“Oh, mon Dieu, Raffe.” He caught up to her just within the threshold, smiling like the sun, but it was the scar she saw first, ugly across his throat. She touched her own, eyes wide in shock before the emotion settled. It pulled a little at her mouth, but she accepted how the underworld devoured. Even those who deserved it least. His grin only took a rueful cast, indomitable as ever, and he leaned to kiss her cheeks.

“I’m fine,” he assured, though his voice sounded charred in a way that only deepened the tragedy for him. She squeezed both his hands as he slipped away.

“Qu'est-ce que c'est?” she said instead. “Why are all these people here?”

“Evacuation. Sort of. No one’s hurt or anything.”

“From the undercity?” she realised.

“I couldn’t just do nothing,” he said. The harsh whisper made it difficult to hear him, and he spoke then as to himself. His brows knit, his jaw flexing. He had a phone in his hand, wrung as though it were a talisman. Pain marred his expression, and he didn’t cover the flash of it very well, but he carried on despite it. “Ezekiel is here.”

She nodded, lightly. “Another fire?” She could make a call; someone would be at the office still, and she was not sure Alexandrova ever really slept. But Noémi understood the blood of these people. They would not want the sort of magnanimous charity the Custody might choose to impose on a crisis, and this was not a throng of thousands as had been caused by the gas leak. A lighter touch might be needed. Especially with Ezekiel. “Tell me how I can help.”

[[This thread runs concurrently with the events of Into the Darkness]]
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#2
That night the heavens opened. None of the weather channels had predicted the virulent storm that followed. Raffe stood in the gentle slope of an archway and watched it light up the sky. Rain hit against the church roof like the pound of angry fists. The wind howled like a war cry. But inside it was warm and surprisingly dry. Refugees huddled, many drawn like moths to flame where Ezekiel sat amongst them. His mellifluous tones wrapped like warm honey, though Raffe couldn’t hear what he said. In the sky above the clouds gathered thick and roiling. When the lightning struck, it lit up the hollows like the cadaverous pits of a skull's eyes.

The rain buffeted his face, stinging. He stared. His skin was hot. That night the fever started again.

__*__

It passed in fits and starts and bad dreams. His senses returned before it finished purging its fire through his skin, eyes burning when they blinked open. Breathing felt the same; torturous. A blanket twisted up where Raffe lay, cold and damp as he pushed himself up and free of its grip. Ezekiel sat some careful distance away, chin rested on his fist. A faint smile curled his lips, his attention nothing but seemingly kind, but it made Raffe uncomfortable all the same. Around them the church hummed with the soft echoes of conversation. He could smell food; hear the clink of bowls and cups. Sunlight streamed brightly through the stained glass windows.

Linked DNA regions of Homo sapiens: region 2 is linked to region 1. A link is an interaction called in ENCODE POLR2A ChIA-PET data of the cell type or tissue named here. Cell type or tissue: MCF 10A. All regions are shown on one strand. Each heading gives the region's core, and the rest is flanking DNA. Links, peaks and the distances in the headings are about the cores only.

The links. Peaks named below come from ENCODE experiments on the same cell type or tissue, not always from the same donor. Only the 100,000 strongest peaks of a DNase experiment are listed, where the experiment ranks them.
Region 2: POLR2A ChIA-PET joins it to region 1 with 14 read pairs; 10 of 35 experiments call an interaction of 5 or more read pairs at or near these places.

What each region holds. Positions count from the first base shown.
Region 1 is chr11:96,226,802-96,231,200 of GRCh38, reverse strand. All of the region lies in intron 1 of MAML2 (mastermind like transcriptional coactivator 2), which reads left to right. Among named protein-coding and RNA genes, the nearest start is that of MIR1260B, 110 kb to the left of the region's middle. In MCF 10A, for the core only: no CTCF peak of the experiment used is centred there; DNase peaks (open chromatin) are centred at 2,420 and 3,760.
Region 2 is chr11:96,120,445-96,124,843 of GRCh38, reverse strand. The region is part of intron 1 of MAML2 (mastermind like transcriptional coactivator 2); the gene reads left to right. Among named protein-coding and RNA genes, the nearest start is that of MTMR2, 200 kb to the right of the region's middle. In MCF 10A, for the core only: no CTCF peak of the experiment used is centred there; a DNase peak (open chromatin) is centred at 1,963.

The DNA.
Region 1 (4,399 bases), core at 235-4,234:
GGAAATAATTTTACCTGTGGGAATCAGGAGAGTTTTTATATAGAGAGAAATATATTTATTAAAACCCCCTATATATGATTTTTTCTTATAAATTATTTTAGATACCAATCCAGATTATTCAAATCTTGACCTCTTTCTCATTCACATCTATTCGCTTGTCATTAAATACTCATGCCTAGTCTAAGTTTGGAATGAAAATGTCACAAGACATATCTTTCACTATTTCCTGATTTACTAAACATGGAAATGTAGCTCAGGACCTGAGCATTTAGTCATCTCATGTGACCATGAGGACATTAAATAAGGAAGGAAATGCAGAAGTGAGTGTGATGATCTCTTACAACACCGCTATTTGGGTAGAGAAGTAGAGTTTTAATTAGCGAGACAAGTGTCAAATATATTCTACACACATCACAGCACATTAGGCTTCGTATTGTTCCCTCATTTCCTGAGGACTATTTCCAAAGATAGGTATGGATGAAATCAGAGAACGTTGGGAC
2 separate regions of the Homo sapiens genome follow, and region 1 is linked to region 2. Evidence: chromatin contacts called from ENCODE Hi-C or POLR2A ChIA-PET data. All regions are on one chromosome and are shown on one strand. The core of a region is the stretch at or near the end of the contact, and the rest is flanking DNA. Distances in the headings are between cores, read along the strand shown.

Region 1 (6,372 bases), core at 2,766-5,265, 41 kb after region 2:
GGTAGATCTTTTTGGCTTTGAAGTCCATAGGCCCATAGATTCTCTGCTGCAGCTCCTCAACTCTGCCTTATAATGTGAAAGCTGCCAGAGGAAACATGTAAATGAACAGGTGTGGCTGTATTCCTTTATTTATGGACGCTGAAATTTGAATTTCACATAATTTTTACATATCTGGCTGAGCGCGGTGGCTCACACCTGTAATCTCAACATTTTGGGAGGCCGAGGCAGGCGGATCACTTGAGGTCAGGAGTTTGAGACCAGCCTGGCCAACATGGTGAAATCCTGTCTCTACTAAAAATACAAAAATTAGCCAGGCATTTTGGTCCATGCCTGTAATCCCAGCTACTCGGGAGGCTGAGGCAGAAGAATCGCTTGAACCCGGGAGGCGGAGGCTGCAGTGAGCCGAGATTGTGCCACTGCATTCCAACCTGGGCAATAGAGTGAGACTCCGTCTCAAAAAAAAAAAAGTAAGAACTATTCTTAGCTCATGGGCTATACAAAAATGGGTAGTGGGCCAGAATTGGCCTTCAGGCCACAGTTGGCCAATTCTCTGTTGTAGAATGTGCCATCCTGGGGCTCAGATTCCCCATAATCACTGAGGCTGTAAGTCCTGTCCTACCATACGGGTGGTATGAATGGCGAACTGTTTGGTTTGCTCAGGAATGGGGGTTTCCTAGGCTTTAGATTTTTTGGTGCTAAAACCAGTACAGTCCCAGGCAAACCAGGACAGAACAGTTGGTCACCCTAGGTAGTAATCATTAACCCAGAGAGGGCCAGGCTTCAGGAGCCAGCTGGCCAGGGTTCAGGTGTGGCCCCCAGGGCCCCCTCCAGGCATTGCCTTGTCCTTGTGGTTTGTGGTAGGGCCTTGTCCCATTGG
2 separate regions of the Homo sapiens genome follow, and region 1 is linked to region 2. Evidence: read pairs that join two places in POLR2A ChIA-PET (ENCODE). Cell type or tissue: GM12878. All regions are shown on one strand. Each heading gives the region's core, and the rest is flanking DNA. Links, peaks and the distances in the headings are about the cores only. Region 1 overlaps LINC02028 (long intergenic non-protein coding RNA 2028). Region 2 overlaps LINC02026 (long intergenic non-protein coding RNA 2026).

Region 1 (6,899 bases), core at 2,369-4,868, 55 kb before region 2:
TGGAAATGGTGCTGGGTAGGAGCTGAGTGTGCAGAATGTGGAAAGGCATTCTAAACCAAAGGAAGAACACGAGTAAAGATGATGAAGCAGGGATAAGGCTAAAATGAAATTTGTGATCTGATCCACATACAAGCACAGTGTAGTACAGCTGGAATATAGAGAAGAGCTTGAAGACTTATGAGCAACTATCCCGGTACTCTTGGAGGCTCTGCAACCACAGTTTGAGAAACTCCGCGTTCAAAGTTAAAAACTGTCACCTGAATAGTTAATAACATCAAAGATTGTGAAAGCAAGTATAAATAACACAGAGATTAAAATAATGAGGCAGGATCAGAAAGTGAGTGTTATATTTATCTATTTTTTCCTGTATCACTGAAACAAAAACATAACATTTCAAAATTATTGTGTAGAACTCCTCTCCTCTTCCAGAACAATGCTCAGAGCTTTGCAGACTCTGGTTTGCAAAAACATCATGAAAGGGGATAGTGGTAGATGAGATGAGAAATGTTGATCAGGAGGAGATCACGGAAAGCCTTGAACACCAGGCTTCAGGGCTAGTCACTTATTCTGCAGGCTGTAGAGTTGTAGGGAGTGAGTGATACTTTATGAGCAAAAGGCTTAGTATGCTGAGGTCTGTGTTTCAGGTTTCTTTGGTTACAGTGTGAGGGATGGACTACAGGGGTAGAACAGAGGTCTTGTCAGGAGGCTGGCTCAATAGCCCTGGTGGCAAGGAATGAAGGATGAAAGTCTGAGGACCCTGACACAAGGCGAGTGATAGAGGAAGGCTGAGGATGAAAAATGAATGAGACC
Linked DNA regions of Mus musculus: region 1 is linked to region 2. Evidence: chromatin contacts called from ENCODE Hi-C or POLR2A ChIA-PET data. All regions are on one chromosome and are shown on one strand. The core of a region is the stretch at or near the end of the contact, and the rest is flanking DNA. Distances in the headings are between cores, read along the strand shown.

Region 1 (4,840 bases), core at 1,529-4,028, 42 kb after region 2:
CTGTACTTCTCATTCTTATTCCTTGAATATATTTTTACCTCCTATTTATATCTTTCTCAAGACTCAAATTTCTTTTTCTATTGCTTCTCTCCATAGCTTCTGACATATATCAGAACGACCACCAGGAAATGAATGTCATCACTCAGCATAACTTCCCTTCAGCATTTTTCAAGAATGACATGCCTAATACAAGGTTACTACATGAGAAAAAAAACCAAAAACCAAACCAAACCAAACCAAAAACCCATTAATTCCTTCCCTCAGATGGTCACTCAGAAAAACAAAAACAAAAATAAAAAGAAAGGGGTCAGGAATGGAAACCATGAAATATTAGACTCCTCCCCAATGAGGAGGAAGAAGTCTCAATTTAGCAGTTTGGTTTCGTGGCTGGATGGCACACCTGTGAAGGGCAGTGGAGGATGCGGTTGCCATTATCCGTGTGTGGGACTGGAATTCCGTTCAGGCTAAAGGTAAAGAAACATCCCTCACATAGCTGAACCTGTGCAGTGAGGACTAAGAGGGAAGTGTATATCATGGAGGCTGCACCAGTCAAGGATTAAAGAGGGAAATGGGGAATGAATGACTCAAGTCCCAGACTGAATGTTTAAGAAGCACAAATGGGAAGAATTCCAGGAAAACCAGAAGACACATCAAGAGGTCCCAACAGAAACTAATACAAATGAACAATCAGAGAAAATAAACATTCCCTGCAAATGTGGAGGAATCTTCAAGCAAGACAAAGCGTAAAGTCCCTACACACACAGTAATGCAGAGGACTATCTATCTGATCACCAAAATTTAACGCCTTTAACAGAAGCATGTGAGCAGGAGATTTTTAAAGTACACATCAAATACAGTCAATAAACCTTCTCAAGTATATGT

"I could help with that, you know."

The offer, or perhaps the knowingness of it, tightened in Raffe’s chest like a fist. He scraped a hand through his limp curls and offered a half-hearted smile, but said nothing. He felt like shit, and he knew the seriousness of his situation – the looming mortality – but truthfully it was the furthest thing from his mind. Instead he searched his pockets for his phone, limbs shaking and weak but insistent. He didn’t know how long the fever knocked him senseless. Worry twisted his stomach in knots, and the revelation of only a single waiting message plummeted him into something like panic. Insidious memories waited in the maw of that sudden fear. He barely remembered his mother, but sometimes, he remembered those five days with an alarming clarity. How he had waited, but it had always been too late.

Raffe fumbled a reply to Sage, felt the phone tumble from his grip, and the heat rim his eyes. He scraped a hand against his face, then pressed both palms tight against it when it wasn’t enough. He wasn’t accustomed to quashing his emotions, wasn’t very good at it either, but he didn’t have time for it now. Didn’t have time for the way his body was crumbling.

When he surfaced Ezekiel was still watching him, his luminous expression wrought with fascination.

[[continued in Calling Card]]